WASHINGTON (SBG) - Pfizer and BioNTech have started the process to seek full approval from the Food and Drug Administration for their COVID vaccine.
“I think it's very helpful if they would get full approval soon because a number of the vaccine-hesitant people cite the fact that this vaccine came aboard so quickly and received emergency use authorization,” said Dr. Jeffrey Singer to The National Desk’s Jan Jeffcoat. “They think that corners were cut when in fact actually, it was very good trials that were done, and what was cut was a lot of red tape and that's why the vaccine was able to come on board more quickly.”
When it comes to whether or not those who are fully vaccinated will need booster shots down the road, Dr. Singer says more data is needed.
“We originally thought that we might need a booster shot within a year, but as we're continuing to monitor both the people who've been naturally infected as well as the people who receive vaccinations, it looks like the immunity is lasting for a while and it may last for more than a year, maybe two years,” said Dr. Singer.
Last week, some lawmakers and Pfizer’s CEO criticized President Biden’s decision to support removing patent protection of the vaccine.
“It will unleash a scramble for the critical inputs we require putting the safety and security of all at risk,” said Pfizer CEO Alber Bourla.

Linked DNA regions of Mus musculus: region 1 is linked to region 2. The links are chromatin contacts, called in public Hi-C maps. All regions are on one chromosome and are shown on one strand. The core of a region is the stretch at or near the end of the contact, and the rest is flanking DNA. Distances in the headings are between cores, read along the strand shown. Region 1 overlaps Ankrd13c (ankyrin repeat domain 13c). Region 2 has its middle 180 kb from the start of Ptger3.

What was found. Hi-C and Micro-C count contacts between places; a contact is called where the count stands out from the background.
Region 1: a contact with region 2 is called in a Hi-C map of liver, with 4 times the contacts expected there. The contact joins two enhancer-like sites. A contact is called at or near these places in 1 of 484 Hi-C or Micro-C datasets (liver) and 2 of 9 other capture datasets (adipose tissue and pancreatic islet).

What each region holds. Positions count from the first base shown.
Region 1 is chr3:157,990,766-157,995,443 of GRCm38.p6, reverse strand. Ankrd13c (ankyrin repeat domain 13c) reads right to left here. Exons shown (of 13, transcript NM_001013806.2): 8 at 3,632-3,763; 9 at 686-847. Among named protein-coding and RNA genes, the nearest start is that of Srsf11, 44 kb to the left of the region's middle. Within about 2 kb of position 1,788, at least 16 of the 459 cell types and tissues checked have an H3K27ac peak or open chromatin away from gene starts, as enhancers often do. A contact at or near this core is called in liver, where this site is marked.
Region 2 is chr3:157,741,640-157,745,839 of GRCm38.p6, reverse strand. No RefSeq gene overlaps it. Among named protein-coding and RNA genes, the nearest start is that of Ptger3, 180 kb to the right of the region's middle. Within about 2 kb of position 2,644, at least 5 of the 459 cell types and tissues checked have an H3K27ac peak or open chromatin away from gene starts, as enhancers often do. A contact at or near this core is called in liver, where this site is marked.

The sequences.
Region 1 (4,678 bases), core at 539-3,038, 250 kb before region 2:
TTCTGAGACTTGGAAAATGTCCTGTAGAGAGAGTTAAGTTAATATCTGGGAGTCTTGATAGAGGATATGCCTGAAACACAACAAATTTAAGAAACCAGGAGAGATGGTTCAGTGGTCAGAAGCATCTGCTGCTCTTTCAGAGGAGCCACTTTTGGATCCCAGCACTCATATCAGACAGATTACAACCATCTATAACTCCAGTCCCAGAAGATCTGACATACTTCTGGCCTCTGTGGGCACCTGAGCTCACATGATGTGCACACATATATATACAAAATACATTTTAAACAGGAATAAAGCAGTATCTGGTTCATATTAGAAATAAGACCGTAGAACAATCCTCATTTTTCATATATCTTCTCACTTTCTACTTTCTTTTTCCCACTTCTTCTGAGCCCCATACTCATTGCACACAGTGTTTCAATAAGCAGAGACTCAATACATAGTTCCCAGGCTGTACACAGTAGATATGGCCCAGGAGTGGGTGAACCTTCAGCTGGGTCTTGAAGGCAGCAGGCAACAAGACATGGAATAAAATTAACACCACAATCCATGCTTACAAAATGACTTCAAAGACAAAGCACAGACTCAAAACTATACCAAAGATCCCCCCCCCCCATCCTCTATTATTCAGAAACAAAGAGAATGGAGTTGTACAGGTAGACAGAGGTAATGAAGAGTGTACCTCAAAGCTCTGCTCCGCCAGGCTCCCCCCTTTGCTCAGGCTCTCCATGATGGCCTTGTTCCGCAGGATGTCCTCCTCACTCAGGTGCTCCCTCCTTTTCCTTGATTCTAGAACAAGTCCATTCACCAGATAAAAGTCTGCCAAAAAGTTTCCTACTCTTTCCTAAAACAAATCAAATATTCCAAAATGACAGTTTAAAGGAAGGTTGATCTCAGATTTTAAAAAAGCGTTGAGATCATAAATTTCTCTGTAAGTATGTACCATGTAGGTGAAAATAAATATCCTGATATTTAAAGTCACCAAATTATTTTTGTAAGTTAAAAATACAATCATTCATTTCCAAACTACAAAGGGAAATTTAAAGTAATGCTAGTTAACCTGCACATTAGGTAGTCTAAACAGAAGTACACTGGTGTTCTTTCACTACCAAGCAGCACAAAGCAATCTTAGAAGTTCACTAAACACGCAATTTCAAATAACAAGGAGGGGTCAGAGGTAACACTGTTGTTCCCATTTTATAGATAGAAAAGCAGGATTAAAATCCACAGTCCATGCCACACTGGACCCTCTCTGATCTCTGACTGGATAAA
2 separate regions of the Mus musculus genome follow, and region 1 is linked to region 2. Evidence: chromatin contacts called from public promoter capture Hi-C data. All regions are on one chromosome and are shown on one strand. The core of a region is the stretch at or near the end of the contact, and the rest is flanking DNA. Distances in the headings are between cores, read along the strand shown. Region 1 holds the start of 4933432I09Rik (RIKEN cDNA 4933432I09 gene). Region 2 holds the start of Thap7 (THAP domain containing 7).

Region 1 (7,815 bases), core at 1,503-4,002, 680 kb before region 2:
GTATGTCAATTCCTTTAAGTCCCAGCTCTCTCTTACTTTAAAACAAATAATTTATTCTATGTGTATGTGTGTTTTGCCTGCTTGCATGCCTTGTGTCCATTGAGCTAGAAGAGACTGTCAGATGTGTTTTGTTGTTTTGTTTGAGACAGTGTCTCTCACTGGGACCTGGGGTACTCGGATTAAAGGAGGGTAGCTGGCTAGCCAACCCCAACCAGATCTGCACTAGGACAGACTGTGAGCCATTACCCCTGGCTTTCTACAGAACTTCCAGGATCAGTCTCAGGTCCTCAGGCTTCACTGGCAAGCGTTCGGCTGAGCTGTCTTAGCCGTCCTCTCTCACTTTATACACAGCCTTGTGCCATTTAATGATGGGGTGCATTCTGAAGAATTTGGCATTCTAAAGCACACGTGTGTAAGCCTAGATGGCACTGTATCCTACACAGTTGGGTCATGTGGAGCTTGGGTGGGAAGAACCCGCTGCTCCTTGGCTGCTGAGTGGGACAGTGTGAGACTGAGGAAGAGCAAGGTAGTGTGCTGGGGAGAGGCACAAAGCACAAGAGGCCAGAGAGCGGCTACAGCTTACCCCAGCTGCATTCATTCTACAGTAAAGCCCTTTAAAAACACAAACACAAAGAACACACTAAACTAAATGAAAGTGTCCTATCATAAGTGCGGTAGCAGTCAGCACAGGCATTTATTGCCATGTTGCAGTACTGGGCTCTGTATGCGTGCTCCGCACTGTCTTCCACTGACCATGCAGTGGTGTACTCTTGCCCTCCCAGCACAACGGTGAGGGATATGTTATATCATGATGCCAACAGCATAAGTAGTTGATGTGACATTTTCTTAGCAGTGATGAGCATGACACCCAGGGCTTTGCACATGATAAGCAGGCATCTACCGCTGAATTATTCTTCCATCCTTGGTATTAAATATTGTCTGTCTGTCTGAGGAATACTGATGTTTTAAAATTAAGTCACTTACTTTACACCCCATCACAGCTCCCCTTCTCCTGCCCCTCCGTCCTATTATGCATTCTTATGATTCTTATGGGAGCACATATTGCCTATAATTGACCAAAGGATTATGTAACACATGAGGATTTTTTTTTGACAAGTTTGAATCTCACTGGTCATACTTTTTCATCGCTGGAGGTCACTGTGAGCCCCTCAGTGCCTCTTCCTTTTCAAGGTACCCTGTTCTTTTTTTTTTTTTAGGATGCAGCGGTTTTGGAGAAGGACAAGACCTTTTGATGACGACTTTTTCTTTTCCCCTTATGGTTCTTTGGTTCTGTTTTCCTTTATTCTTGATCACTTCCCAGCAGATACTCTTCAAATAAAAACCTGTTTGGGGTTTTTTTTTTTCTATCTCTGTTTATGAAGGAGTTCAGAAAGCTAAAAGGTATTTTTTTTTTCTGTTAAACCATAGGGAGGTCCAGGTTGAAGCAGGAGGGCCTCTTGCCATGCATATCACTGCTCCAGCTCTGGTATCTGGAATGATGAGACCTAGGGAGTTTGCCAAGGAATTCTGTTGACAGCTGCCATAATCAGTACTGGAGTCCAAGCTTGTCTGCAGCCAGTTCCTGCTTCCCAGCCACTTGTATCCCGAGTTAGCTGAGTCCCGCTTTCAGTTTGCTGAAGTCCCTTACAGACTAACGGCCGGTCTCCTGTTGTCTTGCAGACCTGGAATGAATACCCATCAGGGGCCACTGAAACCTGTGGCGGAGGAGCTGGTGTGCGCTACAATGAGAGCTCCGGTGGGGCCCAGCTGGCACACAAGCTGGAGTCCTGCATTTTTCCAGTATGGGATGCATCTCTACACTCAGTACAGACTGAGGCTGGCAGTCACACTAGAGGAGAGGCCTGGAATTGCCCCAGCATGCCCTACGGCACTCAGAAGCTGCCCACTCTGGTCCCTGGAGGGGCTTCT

“I understand the reason behind suggesting it because they want to make it vaccine more available for developed countries, we need to get the whole world immune if we're going to defeat this thing,” said Dr. Singer. “On the other hand, intellectual property rights need to be respected. If patents are waived, that will destroy incentives for all the costly research and development that the pharmaceutical companies put into this.”
The Centers for Disease Control and Prevention said on Friday that COVID is spread primarily through droplets and airborne transmissions, not just close contact.
“We’ve known since the beginning, at least a year ago, that in poorly-ventilated, enclosed conditions, the virus can hang in the air,” said Dr. Singer. “The emphasis should have been on getting people outdoors where you don't need to wear a mask where spread is extremely uncommon because the virus dissipates in the air.”